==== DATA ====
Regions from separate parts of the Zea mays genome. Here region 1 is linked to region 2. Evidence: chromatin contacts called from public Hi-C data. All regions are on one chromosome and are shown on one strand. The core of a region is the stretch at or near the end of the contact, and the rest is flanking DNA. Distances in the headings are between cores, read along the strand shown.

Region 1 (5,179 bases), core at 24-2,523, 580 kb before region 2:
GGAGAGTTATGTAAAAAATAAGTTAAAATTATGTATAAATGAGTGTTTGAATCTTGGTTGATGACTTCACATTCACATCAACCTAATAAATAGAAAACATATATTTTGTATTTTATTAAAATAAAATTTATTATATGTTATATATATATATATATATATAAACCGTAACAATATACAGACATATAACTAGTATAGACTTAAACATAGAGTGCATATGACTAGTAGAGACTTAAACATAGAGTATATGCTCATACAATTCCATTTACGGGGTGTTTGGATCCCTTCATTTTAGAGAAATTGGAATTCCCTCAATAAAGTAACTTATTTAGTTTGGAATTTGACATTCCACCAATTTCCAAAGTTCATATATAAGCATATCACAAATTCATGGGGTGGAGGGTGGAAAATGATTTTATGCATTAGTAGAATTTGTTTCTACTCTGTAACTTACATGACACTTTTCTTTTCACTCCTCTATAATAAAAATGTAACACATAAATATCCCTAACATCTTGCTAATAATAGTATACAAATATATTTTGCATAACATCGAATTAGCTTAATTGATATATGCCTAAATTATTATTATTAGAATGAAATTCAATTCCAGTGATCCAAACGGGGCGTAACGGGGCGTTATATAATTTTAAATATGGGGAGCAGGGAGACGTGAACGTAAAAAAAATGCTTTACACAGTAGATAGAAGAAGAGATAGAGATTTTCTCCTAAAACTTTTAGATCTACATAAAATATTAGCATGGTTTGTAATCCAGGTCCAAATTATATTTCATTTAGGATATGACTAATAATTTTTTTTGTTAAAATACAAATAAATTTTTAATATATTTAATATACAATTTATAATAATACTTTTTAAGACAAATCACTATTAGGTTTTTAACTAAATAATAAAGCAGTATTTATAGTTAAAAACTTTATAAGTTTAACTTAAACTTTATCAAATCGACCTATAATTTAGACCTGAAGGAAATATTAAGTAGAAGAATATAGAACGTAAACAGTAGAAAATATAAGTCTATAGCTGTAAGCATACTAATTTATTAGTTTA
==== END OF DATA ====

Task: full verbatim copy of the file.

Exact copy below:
Regions from separate parts of the Zea mays genome. Here region 1 is linked to region 2. Evidence: chromatin contacts called from public Hi-C data. All regions are on one chromosome and are shown on one strand. The core of a region is the stretch at or near the end of the contact, and the rest is flanking DNA. Distances in the headings are between cores, read along the strand shown.

Region 1 (5,179 bases), core at 24-2,523, 580 kb before region 2:
GGAGAGTTATGTAAAAAATAAGTTAAAATTATGTATAAATGAGTGTTTGAATCTTGGTTGATGACTTCACATTCACATCAACCTAATAAATAGAAAACATATATTTTGTATTTTATTAAAATAAAATTTATTATATGTTATATATATATATATATATATAAACCGTAACAATATACAGACATATAACTAGTATAGACTTAAACATAGAGTGCATATGACTAGTAGAGACTTAAACATAGAGTATATGCTCATACAATTCCATTTACGGGGTGTTTGGATCCCTTCATTTTAGAGAAATTGGAATTCCCTCAATAAAGTAACTTATTTAGTTTGGAATTTGACATTCCACCAATTTCCAAAGTTCATATATAAGCATATCACAAATTCATGGGGTGGAGGGTGGAAAATGATTTTATGCATTAGTAGAATTTGTTTCTACTCTGTAACTTACATGACACTTTTCTTTTCACTCCTCTATAATAAAAATGTAACACATAAATATCCCTAACATCTTGCTAATAATAGTATACAAATATATTTTGCATAACATCGAATTAGCTTAATTGATATATGCCTAAATTATTATTATTAGAATGAAATTCAATTCCAGTGATCCAAACGGGGCGTAACGGGGCGTTATATAATTTTAAATATGGGGAGCAGGGAGACGTGAACGTAAAAAAAATGCTTTACACAGTAGATAGAAGAAGAGATAGAGATTTTCTCCTAAAACTTTTAGATCTACATAAAATATTAGCATGGTTTGTAATCCAGGTCCAAATTATATTTCATTTAGGATATGACTAATAATTTTTTTTGTTAAAATACAAATAAATTTTTAATATATTTAATATACAATTTATAATAATACTTTTTAAGACAAATCACTATTAGGTTTTTAACTAAATAATAAAGCAGTATTTATAGTTAAAAACTTTATAAGTTTAACTTAAACTTTATCAAATCGACCTATAATTTAGACCTGAAGGAAATATTAAGTAGAAGAATATAGAACGTAAACAGTAGAAAATATAAGTCTATAGCTGTAAGCATACTAATTTATTAGTTTA